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Israel is not a democracy

February 13, 2015 at 11:02 am

Long-standing Israeli propaganda has it that Israel is the “only democracy in the Middle East”. The statements of Western political leaders, particularly from the US and UK, often also make this claim as part of their justification for fostering ties with Israel. They claim the mantle of “democracy” for themselves, while often supporting or directly creating brutal regimes of occupation and tyranny around the world (such as the US-UK occupation of Iraq, and the theocratic Saudi tyrany).

In fact, as activists and critics have long pointed out, Israel is an ethnocracy – a state ruled by a particular ethnic group, in this case, something defied in Israeli law and practice as “the Jewish people”.

(In reality, as the Israeli historian Shlomo Sand convincingly argues in his book, The Invention of the Jewish People, there is no such thing as a homogeneous, unified “Jewish people”. Instead, there are many different Jewish cultures and identities, ranging from the eastern European Ashkenazis to the Jews of Iraq, Yemen and Ethiopia. As Sand demonstrates, there is no unified secular culture that knits together these various different peoples.)

The state officially discriminates against the indigenous population of historic Palestine – who awoke one day in 1948 to find that they were suddenly defined as “Israeli Arabs” by a state that, at best, regards them with suspicion. My colleague Ben White‘s second book Palestinians in Israel: Segregation, Discrimination and Democracy is the best introduction to this topic.

As he points out, the laws of the state are designed to ensure that any Jew in the world (regardless of whether or not they have any factual ancestral connection to the historic land of Palestine, now occupied by Israel) can “return” to Israel, while Palestinian refugees, who have been constantly kicked out of their homes by Israel since 1948, are entirely barred from returning to homes they or their grandparents were born in.

Follow the news from Palestine about daily Israeli practices on the ground, and one quickly sees that Israel is not a democracy in in meaningful sense of the word.

The country has imposed the most crude and brutal form of military rule on at least one significant section of the native population of the land, almost continuously, since its inception.

From 1948 until 1966, the Palestinian citizens of Israel were subjected to a military regime, under which they were bared from free movement, and were in thrall to a strict regime of permits. In 1967, Israel invaded and illegally occupied the West Bank, the Gaza Strip and the section of south-west Syria known as the Golan Heights. The Palestinians in the newly-occupied territories were subjected to a brutal military rule, one that (although its forms have shifted since the Oslo accord) has continued until the present day.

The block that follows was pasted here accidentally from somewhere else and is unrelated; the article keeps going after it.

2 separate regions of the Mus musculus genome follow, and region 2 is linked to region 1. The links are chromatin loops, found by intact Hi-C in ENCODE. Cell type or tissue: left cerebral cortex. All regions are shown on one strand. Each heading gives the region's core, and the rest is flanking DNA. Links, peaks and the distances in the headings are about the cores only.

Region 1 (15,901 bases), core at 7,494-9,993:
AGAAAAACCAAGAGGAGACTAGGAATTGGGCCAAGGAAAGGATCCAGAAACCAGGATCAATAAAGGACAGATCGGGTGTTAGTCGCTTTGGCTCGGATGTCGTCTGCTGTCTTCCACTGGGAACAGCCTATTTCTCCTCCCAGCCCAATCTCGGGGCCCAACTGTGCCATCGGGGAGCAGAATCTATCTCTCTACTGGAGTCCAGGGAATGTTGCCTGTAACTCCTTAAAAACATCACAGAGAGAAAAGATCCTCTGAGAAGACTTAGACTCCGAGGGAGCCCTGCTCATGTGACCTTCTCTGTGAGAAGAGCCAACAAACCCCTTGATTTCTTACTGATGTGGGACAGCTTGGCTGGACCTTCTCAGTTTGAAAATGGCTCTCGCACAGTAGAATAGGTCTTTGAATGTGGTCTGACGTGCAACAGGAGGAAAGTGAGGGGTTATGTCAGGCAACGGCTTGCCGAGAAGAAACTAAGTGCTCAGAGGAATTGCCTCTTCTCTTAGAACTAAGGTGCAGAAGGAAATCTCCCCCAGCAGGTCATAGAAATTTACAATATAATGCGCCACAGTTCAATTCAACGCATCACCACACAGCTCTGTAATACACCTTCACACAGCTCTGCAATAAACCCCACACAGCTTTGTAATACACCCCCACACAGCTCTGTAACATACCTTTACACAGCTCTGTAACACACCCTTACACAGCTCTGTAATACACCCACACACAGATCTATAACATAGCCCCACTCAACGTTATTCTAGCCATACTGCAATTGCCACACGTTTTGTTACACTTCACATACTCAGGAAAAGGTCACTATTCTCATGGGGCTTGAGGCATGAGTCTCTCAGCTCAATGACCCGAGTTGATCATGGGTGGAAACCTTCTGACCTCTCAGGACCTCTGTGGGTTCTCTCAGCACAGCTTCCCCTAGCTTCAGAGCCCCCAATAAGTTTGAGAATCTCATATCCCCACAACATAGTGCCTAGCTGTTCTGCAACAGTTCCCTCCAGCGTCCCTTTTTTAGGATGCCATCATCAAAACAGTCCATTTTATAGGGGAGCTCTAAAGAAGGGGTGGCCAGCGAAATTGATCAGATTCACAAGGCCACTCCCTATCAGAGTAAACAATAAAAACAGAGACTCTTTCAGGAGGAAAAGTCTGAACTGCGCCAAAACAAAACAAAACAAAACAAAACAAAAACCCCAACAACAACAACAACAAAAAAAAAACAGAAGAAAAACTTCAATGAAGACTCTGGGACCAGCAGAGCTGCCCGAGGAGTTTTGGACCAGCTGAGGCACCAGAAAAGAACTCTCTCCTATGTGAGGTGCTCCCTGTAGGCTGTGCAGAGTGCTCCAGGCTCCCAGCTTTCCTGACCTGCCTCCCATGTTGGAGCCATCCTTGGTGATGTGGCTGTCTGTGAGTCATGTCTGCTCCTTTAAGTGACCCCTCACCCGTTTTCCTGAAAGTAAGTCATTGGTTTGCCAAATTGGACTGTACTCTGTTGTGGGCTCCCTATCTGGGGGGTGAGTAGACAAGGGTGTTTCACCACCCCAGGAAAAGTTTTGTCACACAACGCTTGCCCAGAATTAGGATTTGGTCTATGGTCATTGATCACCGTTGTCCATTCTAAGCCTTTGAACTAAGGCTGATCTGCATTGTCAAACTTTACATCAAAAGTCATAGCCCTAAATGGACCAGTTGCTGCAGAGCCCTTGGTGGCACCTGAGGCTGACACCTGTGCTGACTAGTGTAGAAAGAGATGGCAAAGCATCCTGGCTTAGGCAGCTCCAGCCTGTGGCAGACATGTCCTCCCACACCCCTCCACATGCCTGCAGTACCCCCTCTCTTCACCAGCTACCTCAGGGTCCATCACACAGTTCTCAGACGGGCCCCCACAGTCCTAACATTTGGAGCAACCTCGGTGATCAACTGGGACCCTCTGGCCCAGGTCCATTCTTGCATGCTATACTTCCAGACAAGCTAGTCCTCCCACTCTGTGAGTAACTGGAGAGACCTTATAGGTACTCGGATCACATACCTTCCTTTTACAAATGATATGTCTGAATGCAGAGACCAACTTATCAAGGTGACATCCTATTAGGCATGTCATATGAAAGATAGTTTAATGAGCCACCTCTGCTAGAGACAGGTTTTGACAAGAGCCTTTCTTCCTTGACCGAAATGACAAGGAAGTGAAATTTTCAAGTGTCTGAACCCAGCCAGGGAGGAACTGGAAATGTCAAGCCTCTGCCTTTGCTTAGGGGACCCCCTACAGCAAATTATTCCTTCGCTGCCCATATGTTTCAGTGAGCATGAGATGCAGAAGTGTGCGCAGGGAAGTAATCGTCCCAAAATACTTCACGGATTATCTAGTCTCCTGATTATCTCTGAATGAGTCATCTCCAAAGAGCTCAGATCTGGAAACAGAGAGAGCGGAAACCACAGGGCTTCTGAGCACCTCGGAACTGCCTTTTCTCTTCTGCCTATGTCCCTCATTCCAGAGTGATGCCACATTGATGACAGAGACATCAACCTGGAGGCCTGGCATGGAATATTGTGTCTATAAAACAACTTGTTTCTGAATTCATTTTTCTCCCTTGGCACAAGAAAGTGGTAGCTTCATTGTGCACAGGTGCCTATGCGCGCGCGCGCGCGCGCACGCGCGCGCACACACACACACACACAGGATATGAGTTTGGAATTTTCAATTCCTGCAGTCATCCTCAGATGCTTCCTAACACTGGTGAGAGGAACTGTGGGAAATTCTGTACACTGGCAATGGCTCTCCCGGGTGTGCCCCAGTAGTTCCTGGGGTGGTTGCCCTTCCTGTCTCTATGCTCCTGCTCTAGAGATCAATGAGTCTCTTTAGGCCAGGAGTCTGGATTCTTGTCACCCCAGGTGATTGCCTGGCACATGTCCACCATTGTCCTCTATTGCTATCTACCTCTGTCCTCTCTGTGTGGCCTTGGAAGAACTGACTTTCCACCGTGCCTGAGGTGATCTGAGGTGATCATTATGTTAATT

Although legions of Western journalists camp out in Jerusalem, occasionally in Ramallah, almost all of the mainstream reports from Palestine miss the basic point that Israeli rule in the West Bank is in no way a democratic or enlightened. It is a regime of death squads, settler terrorists, torture and the denial of the most fundamental human rights – along purely ethnic and sectarian lines.

Jewish settlers in West Bank are treated as Israeli citizens and subjected to Israel civil law (in theory: in reality they have a free hand to carry out crimes and abuse against Palestinian civilians). Palestinians living the same territory, where they and their ancestors have lived since time immemorial, are tried under Israeli military law – a system of kangaroo courts in which military officers rubber stamp the decisions of their colleagues. The conviction rate of these “courts” is 99.7 percent – a figure to make even the most brutal regional dictator blush.

The fundamentally anti-democratic nature of Israel was once again illustrated this week during a sentencing hearing for Abdullah Abu Rahme, a Palestinian protester and well-known activist from the village of Bil’in.

The agricultural village has been struggling for a decade against Israel’s theft of its lands in order to build settlements in which only Jews are permitted to live, and the apartheid wall.

Abu Rahme has been one of the key leaders of this long, non-violent struggle. In response, the Israelis have harassed him, his family and the entire village. Children have been abducted from their beds at night by the thugs of the Israeli army.

The Israelis previously sent Abu Rahme to prison using as a pretext the pathetic notion that an art project made from a collection of spent Israeli tear-gas cannisters found in Abu Rahme’s home constituted a “weapon”.

Now the army are attempting to put him away again, and the argument is that his is guilty of “idealogical crime,” reports 972, an Israeli website. No wonder, when all Palestinian protest in the West Bank is outlawed by Israeli military decree.

Israel’s torture regime in the West Bank needs to end now.

An associate editor with The Electronic Intifada, Asa Winstanley is an investigative journalist who lives in London.

The views expressed in this article belong to the author and do not necessarily reflect the editorial policy of Middle East Monitor.